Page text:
Matt Bruenig on the logical absurdity of debates about “wealth redistribution”:
The blogosphere is ablaze with discussions of redistribution: who redistributes to who, how much redistribution is happening, and so on. The right-wing can claim we are redistributing to poor folks because of government programs. The left-wing can claim we are redistributing to rich folks because of copyrights, patents, and various forms of protectionism for high-income jobs.
The word “redistribution” implies that there is a distribution that is default, and that we redistribute when we modify the distribution away from it. This, of course, is wrong. There is no default distribution. In the United States, we have constructed and enforce institutions of private property ownership and contract enforcement. All distributions are the consequence of any number of institutional design choices, none of which are commanded by the fabric of the universe. Those institutions generate very different end distributions than we would see if they did not exist. But they do not have to exist by logical necessity, nor do they constitute the default form of economic institutions.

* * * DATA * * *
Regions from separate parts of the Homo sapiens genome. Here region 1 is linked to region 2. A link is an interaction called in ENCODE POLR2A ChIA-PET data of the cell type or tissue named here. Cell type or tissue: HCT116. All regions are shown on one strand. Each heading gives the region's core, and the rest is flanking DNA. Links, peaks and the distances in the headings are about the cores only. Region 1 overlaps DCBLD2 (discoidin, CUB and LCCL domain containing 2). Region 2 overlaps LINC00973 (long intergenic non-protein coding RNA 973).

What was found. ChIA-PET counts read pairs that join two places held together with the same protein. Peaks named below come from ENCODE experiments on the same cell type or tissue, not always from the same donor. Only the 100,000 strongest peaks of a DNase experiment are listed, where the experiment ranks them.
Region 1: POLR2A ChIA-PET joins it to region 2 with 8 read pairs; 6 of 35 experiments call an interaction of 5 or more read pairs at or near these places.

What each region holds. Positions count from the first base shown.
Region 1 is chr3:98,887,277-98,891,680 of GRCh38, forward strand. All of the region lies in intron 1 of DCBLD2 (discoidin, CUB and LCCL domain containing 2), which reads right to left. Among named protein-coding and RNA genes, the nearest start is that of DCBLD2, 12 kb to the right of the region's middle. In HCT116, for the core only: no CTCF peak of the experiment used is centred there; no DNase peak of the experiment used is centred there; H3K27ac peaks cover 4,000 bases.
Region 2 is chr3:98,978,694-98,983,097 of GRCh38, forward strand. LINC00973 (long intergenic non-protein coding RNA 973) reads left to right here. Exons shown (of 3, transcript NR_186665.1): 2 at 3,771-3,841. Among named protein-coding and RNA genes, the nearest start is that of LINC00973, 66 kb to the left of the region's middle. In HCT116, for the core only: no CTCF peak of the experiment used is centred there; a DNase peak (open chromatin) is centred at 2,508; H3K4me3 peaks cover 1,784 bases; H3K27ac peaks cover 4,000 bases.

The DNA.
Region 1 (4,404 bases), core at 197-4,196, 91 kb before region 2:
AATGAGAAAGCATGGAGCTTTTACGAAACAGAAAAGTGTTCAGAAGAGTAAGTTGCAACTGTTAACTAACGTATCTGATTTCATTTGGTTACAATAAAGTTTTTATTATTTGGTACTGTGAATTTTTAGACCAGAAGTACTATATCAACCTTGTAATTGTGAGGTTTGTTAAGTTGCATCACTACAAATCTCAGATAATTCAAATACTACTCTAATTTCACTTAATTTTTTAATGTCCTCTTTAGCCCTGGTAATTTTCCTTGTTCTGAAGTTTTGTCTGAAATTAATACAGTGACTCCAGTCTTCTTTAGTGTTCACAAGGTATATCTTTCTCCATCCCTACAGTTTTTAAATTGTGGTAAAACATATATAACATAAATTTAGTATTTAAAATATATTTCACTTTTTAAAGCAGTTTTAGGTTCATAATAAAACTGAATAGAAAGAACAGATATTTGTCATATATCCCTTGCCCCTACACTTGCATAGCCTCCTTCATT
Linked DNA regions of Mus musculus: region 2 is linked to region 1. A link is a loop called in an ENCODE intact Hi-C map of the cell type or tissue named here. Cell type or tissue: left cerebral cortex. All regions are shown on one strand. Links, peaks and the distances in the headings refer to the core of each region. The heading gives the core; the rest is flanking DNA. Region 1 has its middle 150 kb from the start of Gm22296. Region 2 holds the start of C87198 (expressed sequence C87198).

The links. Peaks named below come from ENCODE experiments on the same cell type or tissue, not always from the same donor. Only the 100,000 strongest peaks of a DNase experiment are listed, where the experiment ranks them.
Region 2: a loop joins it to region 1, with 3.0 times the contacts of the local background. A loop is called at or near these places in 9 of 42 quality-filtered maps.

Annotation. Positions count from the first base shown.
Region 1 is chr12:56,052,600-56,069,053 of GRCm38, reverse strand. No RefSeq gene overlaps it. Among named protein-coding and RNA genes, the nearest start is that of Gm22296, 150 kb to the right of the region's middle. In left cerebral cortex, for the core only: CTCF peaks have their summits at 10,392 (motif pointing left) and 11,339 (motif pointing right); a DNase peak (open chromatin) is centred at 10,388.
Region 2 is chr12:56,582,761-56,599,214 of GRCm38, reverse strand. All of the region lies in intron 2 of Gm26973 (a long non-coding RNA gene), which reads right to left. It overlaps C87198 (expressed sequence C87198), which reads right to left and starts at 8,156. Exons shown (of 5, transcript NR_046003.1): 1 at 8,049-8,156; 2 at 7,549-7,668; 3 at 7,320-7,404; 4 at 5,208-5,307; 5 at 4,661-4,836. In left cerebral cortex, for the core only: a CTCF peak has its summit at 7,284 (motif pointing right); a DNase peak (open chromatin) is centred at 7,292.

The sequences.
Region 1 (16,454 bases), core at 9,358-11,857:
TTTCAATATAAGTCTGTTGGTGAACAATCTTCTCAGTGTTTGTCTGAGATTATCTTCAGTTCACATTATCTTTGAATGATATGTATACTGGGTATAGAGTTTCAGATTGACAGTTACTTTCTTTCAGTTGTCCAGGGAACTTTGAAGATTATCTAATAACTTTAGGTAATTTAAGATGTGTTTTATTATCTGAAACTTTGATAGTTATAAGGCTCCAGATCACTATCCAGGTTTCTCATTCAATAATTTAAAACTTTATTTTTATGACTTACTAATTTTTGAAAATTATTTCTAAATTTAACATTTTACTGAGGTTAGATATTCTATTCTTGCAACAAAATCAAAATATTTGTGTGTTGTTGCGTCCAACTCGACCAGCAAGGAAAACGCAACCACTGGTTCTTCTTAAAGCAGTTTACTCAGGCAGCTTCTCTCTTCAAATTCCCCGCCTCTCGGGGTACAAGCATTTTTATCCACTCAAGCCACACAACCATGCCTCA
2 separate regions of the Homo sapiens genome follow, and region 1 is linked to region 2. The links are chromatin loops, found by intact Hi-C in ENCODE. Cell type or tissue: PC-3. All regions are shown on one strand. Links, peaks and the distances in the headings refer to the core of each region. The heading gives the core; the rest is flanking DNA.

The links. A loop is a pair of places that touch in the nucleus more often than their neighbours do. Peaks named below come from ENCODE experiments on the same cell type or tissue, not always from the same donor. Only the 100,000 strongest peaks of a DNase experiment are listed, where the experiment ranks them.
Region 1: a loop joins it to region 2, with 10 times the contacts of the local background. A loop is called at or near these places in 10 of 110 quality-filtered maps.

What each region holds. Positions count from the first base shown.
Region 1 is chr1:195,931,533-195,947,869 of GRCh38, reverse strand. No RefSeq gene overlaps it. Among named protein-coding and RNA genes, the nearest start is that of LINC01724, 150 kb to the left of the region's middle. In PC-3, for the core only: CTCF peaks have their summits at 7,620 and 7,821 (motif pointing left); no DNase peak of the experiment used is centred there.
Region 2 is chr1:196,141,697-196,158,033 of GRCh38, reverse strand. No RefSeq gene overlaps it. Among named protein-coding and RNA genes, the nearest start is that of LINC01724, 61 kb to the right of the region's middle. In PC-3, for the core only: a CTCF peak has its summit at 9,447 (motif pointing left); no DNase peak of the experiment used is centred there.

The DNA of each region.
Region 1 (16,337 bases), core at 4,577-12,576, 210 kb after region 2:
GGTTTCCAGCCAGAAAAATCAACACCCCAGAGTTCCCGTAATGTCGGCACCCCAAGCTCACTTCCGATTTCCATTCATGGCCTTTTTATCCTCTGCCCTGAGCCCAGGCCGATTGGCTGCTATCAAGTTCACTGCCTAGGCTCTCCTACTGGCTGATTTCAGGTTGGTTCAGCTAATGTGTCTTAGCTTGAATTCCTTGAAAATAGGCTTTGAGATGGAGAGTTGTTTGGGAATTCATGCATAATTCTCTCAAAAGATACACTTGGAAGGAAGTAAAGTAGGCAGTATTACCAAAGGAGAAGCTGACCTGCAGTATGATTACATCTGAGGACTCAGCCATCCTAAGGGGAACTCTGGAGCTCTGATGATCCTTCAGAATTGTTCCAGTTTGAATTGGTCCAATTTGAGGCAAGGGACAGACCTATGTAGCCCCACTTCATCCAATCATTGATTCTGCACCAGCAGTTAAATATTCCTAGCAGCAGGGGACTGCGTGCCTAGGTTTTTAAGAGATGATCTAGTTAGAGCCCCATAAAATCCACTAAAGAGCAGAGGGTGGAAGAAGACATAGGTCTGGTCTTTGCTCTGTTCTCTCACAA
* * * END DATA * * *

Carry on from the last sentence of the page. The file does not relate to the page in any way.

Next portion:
Given the incoherent nature of “redistribution” as an objective category, the only thing we are really left to do is debate about which distribution we want. There are millions of possible ways to distribute things in society, and we must choose the one we like. Such a choice is inherently moral, political, and ethical in nature.